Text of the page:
1. Pruning shears - Will be used to cut shoots which are less than 1'' in diameter. You can use shears with shock absorbing capabilities, to help reduce stress and fatigue when working on a larger tree.
2. Pruning saw - For branches 3'' and wider in diameter, this is the tool of choice when olive tree pruning season approaches. Using a rigid blade saw you are going to attain the best results when pruning.
3. Pneumatic tools - In some situations, ladders, poles to extend your shears, and other pneumatic tools are also going to make the job easier on you. So, depending on the height of the tree, or if it is grown in an awkward location, consider having these tools around as well.
Purpose of pruning -
With mature olive trees, the olive tree pruning process is going to occur so that you can renew the fruiting surface, allowing new olives to grow. The more often you prune, the more yielding space you will have, allowing a new crop to grow, and allowing you to harvest the olive oil more frequently as well.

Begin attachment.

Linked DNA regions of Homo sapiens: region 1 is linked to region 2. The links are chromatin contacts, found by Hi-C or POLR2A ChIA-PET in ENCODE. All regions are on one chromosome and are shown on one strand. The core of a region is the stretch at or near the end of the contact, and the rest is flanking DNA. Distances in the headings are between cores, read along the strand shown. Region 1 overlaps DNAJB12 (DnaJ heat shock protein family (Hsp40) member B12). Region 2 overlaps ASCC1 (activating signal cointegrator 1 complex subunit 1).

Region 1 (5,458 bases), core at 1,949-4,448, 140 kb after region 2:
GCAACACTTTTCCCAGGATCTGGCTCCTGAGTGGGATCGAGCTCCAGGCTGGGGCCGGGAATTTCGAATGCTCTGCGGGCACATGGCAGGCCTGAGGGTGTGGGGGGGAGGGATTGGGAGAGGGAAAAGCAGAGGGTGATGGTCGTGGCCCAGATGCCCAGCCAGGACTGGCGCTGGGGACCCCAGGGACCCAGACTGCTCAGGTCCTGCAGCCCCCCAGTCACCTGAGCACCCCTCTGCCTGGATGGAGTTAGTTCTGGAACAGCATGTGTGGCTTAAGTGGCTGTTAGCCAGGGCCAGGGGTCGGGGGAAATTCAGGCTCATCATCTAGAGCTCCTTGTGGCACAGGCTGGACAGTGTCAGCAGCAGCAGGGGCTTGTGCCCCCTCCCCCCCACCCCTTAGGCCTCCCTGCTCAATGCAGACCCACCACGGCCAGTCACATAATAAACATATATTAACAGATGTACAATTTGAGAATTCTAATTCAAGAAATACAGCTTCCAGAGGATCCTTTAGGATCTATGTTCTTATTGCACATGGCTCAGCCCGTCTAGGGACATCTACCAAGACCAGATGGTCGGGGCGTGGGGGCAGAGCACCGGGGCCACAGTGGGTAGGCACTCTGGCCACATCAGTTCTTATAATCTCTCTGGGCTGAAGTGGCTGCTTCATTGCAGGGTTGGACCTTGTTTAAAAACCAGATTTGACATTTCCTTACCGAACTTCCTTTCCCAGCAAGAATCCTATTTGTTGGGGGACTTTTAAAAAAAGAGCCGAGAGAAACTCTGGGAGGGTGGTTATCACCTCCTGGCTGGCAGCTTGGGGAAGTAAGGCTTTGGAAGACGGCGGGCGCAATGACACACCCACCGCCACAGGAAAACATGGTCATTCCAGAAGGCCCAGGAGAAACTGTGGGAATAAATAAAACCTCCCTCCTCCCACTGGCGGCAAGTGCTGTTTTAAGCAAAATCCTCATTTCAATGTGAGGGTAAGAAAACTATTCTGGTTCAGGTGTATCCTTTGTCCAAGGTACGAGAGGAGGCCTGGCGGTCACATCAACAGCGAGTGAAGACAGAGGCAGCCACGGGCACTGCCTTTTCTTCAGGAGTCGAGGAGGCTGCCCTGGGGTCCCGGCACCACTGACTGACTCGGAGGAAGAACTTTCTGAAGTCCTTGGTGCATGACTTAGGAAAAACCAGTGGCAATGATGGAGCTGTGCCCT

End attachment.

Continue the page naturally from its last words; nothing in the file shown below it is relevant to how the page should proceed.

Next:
In certain circumstances, olive tree pruning is also required to eliminate abiotic stress. You may also prune the tree to reform the canopy from insect or wind damage, or to rejuvenate a tree which has been abandoned.
Pruning techniques -
Like pruning any other tree to harvest crops, different techniques can be used when it comes to olive tree pruning. The right technique will vary for each individual, depending on the tools you have, the frequency, and the time you prune the trees. So, knowing which technique works best for different situations, will help you in deciding on the right one for your tree, and to ensure you get the best results when pruning. These are a few of the most common techniques.
1. The thinning cut - With this method you will suppress the entire shoot by cutting close to a lateral shoot or branch. Doing this will reduce the length of the branches and canopy volume. This will also maintain fruit foliage closer to the plant's center.
2. Elimination cut - In this process entire shoots or branches are removed when fruits are visible in excess amounts. This method helps reduce competition between the shoots, without modifying the axis. When cutting, it should be made closer to lateral points.